Thursday, 21st May, 2024

[Day 1466]

I suppose today started, in a manner of speaking, when in the middle of the night I got up and sent off two emails to people who might be able to ease the bureaucratic logjam issue which I have with the hospital attempting to get Meg discharged. The first of these was to the specialist nurse who looks after Meg and knows our situation intimately and I thought I might be of use as an advocate. The second was the ‘Falls’ nurse who was one of the community based occupational therapy team and who Meg and I have found extraordinarily helpful in the past, not least because we have seen her twice in about the last ten days. The upshot of all of this is that both were incredibly sympathetic but in the last analysis, they were as powerless as I feel myself to be. This morning I rang the number for the Bromsgrove area team of social services and was amazed hen our previous social worker answered the telephone. I explained our plight and really indicated that our newly allocated social worker should be picking up the pieces but I did get the advice that it was really down to the hospital based teams at this stage. I had intended that I would try to spend some of the day today in what might be called ‘field work ethnography’ This betrays my earlier professional life as a sociologist because those sociologists that like to study the minutiae of social life and to understand ‘what goes on around here’ use a technique called participant observation although today ethnography is the broader and more inclusive term. The whole point about participant observation as one of the initial ‘gurus’ in the field explained in his study of street corner Italian gangs in Boston (I believe) is that one collects data by being immersed in social situations as a genuine participant – but not so immersed that one loses all objectivity and academic rigour. The most famous quote from his book is that ‘I started as being a non-participating observer but I finished by being a non-observing participant’ This is the classic balancing act of this style of work and classical social anthropology (to which Meg and I were fully exposed in our undergraduate education at Manchester University) used participant observation extensively but in the British case, the Empire (as was) was a huge natural laboratory for these types of studies, Later generations of sociologists spread their attention to factories, schools and particular hospitals. Hospitals have always been a favourite locale for ethnographers because if they are actually inpatients they are truly participants – but may well have a lot of time on their hands to write up field notes based upon the observations they make during their stay. I engaged in a semi-serious style of this type of ethnography because when I had a period of teaching IT to public administration students in the Complutense University of Madrid, I wrote a sort of diary which I transmitted on a weekly basis to my colleagues at what was then called Leicester Polytechnic. This I called ‘Carta de Madrid’ and I had in mind the series by Alastair Cooke named ‘Letter from America’ which was broadcast on Radio 4 for years. I did a similar thing when I worked n Jakarta (although now it was called ‘Letter from Jakarta’ These missives were largely based on a diary format (what I actually did all day) but I allowed myself a little bit of self-reflection as I encountered new situations. This line of work even continued into my PhD because I did incorporate some participant-observation studies of paediatric clinics in Leicestershire – I tried to interview parents of the children to ascertain what they though of as being a ‘quality’ consultation with the consultant but incorporated some of my own observational data as well.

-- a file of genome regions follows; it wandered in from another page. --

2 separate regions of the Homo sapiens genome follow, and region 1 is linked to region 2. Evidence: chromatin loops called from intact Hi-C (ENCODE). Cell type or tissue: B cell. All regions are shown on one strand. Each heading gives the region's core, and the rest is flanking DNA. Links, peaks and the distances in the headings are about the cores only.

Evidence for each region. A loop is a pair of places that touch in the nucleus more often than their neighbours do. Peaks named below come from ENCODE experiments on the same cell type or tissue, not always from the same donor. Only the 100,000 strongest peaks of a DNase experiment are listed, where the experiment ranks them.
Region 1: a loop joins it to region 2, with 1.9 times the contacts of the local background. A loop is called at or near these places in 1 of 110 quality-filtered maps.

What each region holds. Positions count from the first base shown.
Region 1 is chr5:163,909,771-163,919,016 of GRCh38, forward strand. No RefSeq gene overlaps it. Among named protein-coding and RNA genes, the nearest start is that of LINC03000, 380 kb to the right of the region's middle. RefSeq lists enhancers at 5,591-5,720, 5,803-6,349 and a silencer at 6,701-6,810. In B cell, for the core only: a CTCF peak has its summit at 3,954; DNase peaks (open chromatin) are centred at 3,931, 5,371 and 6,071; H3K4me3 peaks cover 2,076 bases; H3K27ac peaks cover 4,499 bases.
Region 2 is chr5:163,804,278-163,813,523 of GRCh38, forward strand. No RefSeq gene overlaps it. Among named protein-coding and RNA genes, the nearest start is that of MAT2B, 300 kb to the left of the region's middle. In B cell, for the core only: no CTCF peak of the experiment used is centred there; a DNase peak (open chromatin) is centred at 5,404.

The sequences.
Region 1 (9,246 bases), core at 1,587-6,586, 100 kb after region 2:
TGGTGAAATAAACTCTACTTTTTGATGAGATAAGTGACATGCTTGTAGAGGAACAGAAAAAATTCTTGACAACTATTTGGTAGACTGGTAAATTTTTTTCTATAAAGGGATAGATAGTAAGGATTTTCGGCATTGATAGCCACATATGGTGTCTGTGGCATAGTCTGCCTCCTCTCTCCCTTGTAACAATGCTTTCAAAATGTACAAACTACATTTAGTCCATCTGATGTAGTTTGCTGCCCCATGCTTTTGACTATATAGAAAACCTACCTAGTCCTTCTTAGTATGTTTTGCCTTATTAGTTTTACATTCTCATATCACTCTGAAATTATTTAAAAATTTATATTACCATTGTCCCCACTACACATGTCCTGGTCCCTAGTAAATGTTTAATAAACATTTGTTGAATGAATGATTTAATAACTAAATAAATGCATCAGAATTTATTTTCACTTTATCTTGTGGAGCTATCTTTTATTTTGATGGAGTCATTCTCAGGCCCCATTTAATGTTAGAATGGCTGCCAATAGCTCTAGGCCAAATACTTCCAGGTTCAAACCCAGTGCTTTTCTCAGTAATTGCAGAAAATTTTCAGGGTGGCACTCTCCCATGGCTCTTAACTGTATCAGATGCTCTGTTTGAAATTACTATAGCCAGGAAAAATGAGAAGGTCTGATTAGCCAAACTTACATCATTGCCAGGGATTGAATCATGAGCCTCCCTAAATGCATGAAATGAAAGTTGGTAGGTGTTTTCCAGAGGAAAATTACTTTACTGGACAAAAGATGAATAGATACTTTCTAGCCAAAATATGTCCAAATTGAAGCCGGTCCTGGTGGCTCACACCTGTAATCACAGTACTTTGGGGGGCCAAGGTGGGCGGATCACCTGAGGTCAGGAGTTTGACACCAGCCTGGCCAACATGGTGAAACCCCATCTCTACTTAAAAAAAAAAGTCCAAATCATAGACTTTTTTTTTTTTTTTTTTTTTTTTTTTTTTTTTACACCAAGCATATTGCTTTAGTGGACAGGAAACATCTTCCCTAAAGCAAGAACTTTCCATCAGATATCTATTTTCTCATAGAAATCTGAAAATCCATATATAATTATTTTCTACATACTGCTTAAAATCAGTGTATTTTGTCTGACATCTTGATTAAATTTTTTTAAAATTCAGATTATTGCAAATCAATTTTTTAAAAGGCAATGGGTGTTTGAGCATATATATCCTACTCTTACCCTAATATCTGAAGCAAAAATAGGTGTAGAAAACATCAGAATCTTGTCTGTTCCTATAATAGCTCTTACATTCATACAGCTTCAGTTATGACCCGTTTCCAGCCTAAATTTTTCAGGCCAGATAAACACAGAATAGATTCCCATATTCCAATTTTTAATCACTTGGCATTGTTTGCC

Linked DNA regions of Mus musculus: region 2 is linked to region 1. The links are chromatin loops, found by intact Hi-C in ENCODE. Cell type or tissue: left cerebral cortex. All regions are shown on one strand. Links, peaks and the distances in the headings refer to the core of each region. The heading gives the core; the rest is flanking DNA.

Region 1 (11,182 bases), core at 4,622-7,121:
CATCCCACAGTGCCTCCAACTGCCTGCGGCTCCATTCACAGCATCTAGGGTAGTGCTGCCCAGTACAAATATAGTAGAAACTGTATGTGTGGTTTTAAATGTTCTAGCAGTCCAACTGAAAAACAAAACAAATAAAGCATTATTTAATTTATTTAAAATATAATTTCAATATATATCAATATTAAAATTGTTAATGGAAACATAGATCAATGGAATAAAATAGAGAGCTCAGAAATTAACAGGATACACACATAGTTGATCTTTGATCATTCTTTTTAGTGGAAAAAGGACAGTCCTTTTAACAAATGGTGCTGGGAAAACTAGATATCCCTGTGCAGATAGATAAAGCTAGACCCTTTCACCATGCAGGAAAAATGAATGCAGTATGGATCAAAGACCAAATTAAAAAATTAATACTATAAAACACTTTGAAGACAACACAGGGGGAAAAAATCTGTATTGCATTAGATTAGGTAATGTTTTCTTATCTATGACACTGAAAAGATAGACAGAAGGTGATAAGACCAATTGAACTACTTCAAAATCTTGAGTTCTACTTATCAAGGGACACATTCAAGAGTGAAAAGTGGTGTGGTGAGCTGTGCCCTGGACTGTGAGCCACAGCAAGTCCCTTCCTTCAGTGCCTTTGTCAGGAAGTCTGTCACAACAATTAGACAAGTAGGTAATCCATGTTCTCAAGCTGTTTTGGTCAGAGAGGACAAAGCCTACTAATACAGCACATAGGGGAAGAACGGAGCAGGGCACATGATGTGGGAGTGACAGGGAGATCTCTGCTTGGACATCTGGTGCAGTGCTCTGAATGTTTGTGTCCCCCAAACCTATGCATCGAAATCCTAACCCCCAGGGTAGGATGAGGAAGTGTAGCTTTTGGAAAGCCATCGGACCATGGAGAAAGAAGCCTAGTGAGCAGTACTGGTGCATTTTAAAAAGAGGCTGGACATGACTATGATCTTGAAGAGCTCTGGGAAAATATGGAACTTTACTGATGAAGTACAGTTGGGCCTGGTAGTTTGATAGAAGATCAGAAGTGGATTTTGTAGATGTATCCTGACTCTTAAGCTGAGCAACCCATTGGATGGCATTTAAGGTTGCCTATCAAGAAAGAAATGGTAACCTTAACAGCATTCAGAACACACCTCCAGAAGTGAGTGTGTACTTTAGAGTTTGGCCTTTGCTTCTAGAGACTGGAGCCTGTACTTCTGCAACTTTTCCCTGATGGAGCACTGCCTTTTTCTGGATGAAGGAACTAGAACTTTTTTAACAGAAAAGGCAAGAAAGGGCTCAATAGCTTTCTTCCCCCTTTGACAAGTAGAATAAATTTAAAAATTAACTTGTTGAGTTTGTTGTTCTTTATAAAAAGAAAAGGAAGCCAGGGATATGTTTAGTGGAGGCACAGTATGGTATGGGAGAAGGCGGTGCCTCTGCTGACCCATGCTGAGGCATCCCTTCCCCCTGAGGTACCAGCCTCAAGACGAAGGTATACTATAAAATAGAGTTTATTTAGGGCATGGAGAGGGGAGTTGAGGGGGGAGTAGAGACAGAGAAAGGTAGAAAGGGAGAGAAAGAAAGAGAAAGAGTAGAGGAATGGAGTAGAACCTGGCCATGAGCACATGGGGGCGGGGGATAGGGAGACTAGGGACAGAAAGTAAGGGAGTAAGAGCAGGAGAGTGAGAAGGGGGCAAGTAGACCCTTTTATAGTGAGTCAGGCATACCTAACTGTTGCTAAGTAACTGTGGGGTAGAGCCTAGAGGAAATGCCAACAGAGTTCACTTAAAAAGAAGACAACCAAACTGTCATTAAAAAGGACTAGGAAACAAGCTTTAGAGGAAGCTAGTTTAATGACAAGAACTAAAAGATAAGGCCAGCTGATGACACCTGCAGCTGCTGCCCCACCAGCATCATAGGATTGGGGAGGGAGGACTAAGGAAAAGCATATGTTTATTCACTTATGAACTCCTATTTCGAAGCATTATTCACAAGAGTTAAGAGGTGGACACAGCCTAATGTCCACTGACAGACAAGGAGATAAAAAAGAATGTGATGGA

Back to today – mid morning, we were delighted to at last have a consultation with a hospital based Occupational Therapist – we had already seen the physiotherapist last Monday morning. But if our spirits of an early discharge were raised they were soon to be considerably dampened. The two reports have to be combined and then set forth as data to the hospital ReAblement team who then have to specify what needs to be put in place before discharge and that the end of the day the local authority based social services then have to put forward a care package to take over from the NHS Reablement team and all of the costings and the resources for this have to be agreed. I doubt this will be done in a day and am desperately hoping that it might be put in place by tomorrow, Friday but of course then the weekend intervenes and nothing will be forthcoming from anybody on a Saturday or a Sunday which means two more days in hospital for Meg. Having said that, she was more tranquil than yesterday and indeed had a very long sleep straight after lunch about which I was pleased at one level but somewhat worried at another level because too much sleep during the day may result in periods of restlessness in the middle of the night which is the last thing that we need. But I was quite proud of the way that Meg was coping and she was keeping her agitation levels down but there was at least one other demented female on the ward who was both deaf and not averse to mouthing the most extreme and rude opinions about the staff who were desperately trying to provide her with a modicum of nursing care, which was proving to be difficult in the extreme.